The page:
The least upper bound property and the irrationals.

In summary, the conversation discusses whether irrational numbers have the least upper bound property. It is determined that the set of irrationals does not satisfy this property, as there is always a rational number that serves as a least upper bound. The concept of limit points and completeness is also mentioned in relation to the LUB property.
  • #1
Hi

Does anybody know if the irrational numbers have the least upper bound property?
 
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  • #2
RediJedeye said:
Hi

Does anybody know if the irrational numbers have the least upper bound property?

The set of irrationals less than zero is nonempty (it contains -pi, for example) and is bounded above (by pi, for example) yet has no least upper bound. So the irrationals do not satisfy the LUB property.

Of course zero is a LUB for that set in the reals, but 0 is not irrational. That's the beauty of the LUB concept. It encapsulates the intuition of there being "no holes" in a given set.
 
  • #3
Cool that makes perfect sense thanks for the help.
 
  • #4
To generalize SteveL's answer, for any rational q,

consider the intervals (-oo,q) . Notice that the LUB of a subset of real numbers is

a limit point of that set S . So if a subset S of R does not contain all its limit points you

can constructuct a subset of S that does not contain its LUB-- so that closed subsets

contain their LUB's. Think of the relation with completeness of a set...
 
  • #5


I can confirm that the irrational numbers do have the least upper bound property. This property states that for any non-empty subset of real numbers, there exists a least upper bound (or supremum) that is also a real number. This means that for any set of irrational numbers, there will always be a smallest number that is greater than or equal to all the other numbers in the set. This is one of the defining characteristics of the real numbers, and it applies to both rational and irrational numbers. So yes, the irrational numbers do have the least upper bound property.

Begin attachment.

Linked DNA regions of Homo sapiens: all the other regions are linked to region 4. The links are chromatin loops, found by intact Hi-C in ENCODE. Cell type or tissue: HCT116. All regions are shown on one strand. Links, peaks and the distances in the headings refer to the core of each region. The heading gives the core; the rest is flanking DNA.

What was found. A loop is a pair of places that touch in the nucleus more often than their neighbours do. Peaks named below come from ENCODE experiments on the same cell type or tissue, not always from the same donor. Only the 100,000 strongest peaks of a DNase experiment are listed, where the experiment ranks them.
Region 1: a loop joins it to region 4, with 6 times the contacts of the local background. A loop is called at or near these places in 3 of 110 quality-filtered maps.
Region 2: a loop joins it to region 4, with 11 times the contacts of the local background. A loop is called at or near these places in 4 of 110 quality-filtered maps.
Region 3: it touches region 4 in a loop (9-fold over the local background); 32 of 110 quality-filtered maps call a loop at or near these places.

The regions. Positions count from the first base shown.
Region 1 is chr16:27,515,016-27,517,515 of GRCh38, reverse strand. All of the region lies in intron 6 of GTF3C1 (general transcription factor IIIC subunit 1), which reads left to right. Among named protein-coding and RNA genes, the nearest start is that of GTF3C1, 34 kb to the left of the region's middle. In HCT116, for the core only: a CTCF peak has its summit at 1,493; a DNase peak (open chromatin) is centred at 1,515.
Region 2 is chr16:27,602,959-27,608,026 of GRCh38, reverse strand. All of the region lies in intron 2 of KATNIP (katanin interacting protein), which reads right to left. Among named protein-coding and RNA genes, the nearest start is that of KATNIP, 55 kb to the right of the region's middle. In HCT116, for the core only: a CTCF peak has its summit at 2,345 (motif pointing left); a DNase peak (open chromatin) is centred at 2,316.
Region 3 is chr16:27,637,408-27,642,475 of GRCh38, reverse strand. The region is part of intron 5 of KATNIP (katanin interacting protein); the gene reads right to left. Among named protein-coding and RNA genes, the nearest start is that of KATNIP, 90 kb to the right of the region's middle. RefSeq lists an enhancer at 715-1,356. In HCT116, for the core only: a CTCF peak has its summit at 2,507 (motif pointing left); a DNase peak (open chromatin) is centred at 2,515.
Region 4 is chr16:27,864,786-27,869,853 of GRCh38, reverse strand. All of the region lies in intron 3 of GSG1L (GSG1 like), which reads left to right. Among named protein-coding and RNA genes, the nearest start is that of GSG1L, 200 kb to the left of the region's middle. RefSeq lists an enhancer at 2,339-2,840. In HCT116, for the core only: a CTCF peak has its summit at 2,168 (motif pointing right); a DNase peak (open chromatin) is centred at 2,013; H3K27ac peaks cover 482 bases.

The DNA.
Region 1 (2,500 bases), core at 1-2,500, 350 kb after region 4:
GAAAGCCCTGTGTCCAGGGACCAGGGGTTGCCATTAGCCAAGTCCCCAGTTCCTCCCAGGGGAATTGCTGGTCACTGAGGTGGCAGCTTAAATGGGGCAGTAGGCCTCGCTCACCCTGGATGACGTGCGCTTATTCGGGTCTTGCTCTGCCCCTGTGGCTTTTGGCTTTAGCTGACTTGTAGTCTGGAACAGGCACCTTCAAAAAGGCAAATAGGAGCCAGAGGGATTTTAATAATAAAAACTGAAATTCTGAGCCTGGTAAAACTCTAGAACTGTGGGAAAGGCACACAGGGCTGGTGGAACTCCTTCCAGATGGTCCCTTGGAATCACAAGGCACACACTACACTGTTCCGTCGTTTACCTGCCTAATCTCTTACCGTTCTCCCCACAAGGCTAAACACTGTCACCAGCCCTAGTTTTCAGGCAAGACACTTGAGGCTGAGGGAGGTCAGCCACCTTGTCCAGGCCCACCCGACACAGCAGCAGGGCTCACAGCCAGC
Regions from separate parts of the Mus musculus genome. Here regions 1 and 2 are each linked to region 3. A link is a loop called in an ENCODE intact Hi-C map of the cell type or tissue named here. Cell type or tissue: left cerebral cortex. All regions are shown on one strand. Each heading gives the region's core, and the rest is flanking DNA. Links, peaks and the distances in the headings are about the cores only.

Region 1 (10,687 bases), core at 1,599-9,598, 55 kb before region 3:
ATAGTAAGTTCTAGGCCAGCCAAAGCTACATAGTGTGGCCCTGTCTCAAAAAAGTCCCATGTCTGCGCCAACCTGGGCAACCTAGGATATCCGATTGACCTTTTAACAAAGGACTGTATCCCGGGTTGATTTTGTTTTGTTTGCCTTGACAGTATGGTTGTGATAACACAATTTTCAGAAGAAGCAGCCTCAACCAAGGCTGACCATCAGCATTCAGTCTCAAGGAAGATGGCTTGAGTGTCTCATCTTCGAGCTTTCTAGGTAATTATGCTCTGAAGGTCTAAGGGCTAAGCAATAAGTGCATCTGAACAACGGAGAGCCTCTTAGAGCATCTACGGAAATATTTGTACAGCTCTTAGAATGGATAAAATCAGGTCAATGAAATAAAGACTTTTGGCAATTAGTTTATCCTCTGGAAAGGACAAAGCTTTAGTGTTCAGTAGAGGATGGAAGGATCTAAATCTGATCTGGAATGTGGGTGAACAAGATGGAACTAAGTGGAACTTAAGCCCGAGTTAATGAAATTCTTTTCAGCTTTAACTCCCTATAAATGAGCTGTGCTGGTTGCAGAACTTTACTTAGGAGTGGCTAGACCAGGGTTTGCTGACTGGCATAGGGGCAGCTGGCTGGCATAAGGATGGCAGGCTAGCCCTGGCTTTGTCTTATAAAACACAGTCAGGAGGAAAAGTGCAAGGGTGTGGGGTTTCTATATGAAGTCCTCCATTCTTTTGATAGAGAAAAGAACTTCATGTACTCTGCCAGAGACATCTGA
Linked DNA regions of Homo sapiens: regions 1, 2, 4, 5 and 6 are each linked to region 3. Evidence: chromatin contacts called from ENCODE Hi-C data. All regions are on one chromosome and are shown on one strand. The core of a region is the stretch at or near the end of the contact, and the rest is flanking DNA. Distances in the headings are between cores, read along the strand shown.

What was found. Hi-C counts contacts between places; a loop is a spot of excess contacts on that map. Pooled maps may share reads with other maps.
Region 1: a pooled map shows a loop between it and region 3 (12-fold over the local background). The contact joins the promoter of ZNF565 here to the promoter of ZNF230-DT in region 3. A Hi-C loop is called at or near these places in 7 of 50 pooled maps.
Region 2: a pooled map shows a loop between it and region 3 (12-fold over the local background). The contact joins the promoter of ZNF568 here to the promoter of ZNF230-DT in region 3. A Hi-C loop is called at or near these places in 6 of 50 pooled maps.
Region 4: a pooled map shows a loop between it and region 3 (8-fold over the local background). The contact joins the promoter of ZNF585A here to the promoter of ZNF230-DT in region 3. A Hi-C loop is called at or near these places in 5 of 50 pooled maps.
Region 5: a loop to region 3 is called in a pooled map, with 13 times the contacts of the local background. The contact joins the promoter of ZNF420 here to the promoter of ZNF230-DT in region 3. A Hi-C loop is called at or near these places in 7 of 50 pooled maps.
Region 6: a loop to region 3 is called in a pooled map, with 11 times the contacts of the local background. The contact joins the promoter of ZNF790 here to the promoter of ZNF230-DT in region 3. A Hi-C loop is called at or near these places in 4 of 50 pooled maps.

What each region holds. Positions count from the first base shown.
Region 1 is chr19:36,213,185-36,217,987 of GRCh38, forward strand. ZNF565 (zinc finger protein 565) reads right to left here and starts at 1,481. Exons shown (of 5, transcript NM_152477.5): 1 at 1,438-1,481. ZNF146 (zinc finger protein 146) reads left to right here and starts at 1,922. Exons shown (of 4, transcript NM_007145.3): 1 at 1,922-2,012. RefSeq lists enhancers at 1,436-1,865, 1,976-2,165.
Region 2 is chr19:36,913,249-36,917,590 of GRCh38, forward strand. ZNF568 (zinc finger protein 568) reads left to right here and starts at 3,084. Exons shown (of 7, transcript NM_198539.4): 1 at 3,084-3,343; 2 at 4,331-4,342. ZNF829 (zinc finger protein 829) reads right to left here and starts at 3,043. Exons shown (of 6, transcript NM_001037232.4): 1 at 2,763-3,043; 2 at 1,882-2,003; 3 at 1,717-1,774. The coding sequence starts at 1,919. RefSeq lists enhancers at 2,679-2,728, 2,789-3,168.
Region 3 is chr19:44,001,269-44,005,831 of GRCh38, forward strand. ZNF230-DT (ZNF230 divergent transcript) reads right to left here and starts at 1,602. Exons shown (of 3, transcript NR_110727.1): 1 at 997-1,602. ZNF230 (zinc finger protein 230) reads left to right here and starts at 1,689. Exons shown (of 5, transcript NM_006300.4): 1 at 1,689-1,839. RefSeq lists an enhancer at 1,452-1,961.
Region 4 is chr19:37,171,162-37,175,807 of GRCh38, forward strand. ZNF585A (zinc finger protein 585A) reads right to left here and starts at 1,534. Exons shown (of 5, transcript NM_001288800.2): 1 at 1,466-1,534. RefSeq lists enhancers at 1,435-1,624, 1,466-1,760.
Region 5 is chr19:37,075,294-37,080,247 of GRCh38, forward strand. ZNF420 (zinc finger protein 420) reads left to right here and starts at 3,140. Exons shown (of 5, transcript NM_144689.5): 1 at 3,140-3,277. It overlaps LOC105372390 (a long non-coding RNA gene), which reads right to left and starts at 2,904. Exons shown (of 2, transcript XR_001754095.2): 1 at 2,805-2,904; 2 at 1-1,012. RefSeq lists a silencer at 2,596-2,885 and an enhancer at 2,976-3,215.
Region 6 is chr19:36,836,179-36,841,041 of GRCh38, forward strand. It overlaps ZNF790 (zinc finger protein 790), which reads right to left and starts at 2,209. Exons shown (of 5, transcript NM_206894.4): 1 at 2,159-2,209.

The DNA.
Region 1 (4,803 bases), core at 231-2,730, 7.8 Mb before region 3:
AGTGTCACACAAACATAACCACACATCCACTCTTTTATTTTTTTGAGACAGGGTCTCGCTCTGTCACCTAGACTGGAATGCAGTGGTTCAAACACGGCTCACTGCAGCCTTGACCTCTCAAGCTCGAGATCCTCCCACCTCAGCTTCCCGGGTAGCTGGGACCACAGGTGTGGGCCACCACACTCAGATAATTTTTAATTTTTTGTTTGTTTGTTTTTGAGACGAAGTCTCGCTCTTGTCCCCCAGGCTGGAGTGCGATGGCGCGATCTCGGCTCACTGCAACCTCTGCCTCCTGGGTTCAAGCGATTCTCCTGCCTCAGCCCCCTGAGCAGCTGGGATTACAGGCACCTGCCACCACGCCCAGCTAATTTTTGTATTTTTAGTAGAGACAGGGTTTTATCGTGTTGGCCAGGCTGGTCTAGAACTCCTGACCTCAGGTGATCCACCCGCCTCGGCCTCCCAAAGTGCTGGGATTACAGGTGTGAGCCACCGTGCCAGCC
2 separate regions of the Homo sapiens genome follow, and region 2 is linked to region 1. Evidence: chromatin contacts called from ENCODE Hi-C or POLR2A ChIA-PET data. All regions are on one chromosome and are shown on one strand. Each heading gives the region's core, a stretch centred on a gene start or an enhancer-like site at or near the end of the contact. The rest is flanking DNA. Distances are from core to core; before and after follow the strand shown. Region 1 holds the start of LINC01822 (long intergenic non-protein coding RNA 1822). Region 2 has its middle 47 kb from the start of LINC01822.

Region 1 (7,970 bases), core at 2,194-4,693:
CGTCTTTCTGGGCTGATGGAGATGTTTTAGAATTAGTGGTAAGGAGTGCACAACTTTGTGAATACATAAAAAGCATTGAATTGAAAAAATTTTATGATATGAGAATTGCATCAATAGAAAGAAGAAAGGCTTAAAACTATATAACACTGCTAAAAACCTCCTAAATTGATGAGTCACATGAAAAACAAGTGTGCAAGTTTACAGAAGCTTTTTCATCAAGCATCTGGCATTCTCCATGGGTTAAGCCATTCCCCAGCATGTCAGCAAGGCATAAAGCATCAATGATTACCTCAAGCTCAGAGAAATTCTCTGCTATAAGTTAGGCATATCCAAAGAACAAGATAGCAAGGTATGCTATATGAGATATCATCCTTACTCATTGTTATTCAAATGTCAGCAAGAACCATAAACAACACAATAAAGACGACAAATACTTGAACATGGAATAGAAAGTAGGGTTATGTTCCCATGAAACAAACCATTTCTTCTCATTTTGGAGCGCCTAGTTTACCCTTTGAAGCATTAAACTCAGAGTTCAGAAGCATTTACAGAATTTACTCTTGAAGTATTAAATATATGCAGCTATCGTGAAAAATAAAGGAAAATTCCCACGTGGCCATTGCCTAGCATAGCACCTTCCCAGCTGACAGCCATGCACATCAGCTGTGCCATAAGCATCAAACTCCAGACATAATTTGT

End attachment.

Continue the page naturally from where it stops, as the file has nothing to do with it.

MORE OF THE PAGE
1. What is the least upper bound property?

The least upper bound property is a mathematical concept that states that any non-empty set of real numbers that is bounded above must have a least upper bound (also known as a supremum). This means that there is a smallest number in the set that is greater than or equal to all other numbers in the set.

2. How is the least upper bound property related to the irrationals?

The least upper bound property is closely related to the irrationals because the set of irrational numbers is unbounded. This means that for any irrational number, there is always a larger irrational number. The least upper bound property helps to define the real numbers as a continuous and complete number system, which includes both rational and irrational numbers.

3. What is an example of a set of numbers that does not have the least upper bound property?

An example of a set of numbers that does not have the least upper bound property is the set of rational numbers. This is because there are gaps in the rational number line, where there is no rational number that can serve as the least upper bound for the set.

4. How is the least upper bound property used in mathematical proofs?

The least upper bound property is often used in mathematical proofs to show the existence of a supremum for a given set of numbers. It is also used to prove the completeness of the real numbers as a number system, which is an important concept in advanced mathematical analysis.

5. Can the least upper bound property be generalized to other number systems?

Yes, the least upper bound property can be extended to other number systems, such as complex numbers and p-adic numbers. However, the specific definition of the least upper bound may differ depending on the number system being considered.

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